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Abstract

AAPG Bulletin, V. 95, No. 2 (February 2011), P. 219240.

Copyright copy2011. The American Association of Petroleum Geologists. All rights reserved.

DOI:10.1306/06301010004

Primary basins and their boundaries in the deep-water northern Gulf of Mexico: Origin, trap types, and petroleum system implications

Robin S. Pilcher,1 Bill Kilsdonk,2 James Trude3

1Hess Corporation, One Allen Center, 500 Dallas Street, Houston, Texas 77002; [email protected]
2Hess Corporation, One Allen Center, 500 Dallas Street, Houston, Texas 77002
3Hess Corporation, One Allen Center, 500 Dallas Street, Houston, Texas 77002

ABSTRACT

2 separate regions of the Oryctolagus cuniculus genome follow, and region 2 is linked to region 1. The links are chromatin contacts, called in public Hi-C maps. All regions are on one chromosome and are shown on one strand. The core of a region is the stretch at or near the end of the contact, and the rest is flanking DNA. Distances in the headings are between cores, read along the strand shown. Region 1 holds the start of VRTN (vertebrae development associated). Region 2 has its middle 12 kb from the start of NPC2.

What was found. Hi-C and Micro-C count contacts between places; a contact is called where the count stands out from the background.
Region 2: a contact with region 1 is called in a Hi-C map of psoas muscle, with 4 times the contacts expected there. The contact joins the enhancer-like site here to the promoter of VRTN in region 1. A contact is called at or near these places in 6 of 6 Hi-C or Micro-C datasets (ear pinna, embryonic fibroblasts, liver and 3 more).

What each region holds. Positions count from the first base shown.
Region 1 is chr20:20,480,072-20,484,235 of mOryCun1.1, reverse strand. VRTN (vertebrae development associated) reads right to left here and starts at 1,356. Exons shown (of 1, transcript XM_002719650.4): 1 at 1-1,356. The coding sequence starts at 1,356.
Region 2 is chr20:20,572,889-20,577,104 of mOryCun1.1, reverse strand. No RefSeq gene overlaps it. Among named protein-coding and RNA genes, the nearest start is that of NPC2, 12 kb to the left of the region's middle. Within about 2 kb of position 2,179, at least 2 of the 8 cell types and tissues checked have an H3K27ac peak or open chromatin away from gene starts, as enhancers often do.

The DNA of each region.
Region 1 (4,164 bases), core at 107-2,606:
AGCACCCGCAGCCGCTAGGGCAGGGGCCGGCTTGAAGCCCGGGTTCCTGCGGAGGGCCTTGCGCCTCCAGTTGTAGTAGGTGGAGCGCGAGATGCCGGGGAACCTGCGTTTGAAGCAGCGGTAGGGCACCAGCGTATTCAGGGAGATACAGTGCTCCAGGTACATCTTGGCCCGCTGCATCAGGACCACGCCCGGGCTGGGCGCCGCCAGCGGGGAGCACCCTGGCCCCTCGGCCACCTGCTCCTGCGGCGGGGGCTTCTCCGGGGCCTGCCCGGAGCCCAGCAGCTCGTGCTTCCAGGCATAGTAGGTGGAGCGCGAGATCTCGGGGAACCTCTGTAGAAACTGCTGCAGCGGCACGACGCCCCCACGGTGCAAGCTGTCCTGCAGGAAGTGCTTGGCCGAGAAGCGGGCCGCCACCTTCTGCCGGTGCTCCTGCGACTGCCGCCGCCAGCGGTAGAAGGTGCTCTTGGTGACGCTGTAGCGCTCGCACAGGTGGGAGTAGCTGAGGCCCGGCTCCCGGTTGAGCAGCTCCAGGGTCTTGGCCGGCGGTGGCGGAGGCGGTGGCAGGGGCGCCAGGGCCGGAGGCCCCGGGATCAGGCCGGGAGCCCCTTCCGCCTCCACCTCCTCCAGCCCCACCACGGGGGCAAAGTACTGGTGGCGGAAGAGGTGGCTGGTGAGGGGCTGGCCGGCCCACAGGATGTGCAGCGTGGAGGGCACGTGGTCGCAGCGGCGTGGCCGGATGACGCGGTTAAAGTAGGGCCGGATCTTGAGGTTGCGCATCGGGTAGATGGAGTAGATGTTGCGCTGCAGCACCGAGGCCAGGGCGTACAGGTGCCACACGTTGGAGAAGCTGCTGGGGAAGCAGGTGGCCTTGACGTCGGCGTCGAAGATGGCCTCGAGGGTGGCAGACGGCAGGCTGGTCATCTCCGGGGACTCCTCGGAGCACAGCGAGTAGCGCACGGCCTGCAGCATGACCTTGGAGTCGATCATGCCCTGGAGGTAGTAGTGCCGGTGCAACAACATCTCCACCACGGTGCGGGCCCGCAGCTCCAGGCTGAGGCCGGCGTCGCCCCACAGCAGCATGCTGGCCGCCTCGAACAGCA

Primary basins form stratigraphically continuous successions on autochthonous salt and, therefore, in the northern Gulf of Mexico, contain all the components of a petroleum system (source, reservoir, trap, and seal). Most primary basins are encased entirely in salt or in some combination of salt and welds. Petroleum exploration in the deep-water Gulf of Mexico is currently focused on primary basin targets and increasingly those at their lateral boundaries. However, as these boundaries are commonly poorly imaged, robust structural models are critical to interpretation of their structural evolution and relative petroleum system risk. Using three-dimensional seismic data, we define three tectonostratigraphic provinces that characterize primary basin depocenters: (1) a disconnected salt-stock-canopy province in Mississippi Canyon; (2) an amalgamated salt-stock-canopy province in northern Atwater Valley, southeastern Green Canyon, Walker Ridge, and southern Keathley Canyon; and (3) a bucket-weld province in western Green Canyon, Garden Banks, and northern Keathley Canyon. We recognize six trap types in the primary basins: (1) autochthonous salt-cored folds, (2) turtle structures, (3) base-of-salt truncations, (4) salt feeders, (5) salt ridges, and (6) bucket welds. Most primary basin explorations to date have targeted traps in one of the first four styles. Future primary basin exploration will increasingly focus on the traps formed by bucket welds and salt-cored ridges. The contrasting evolution of these features has implications for reservoir continuity, charge access, and trap configuration. Of primary basin boundary trap types, salt feeders have the lowest petroleum system risk followed by bucket welds, with salt-cored ridges having the highest risk.

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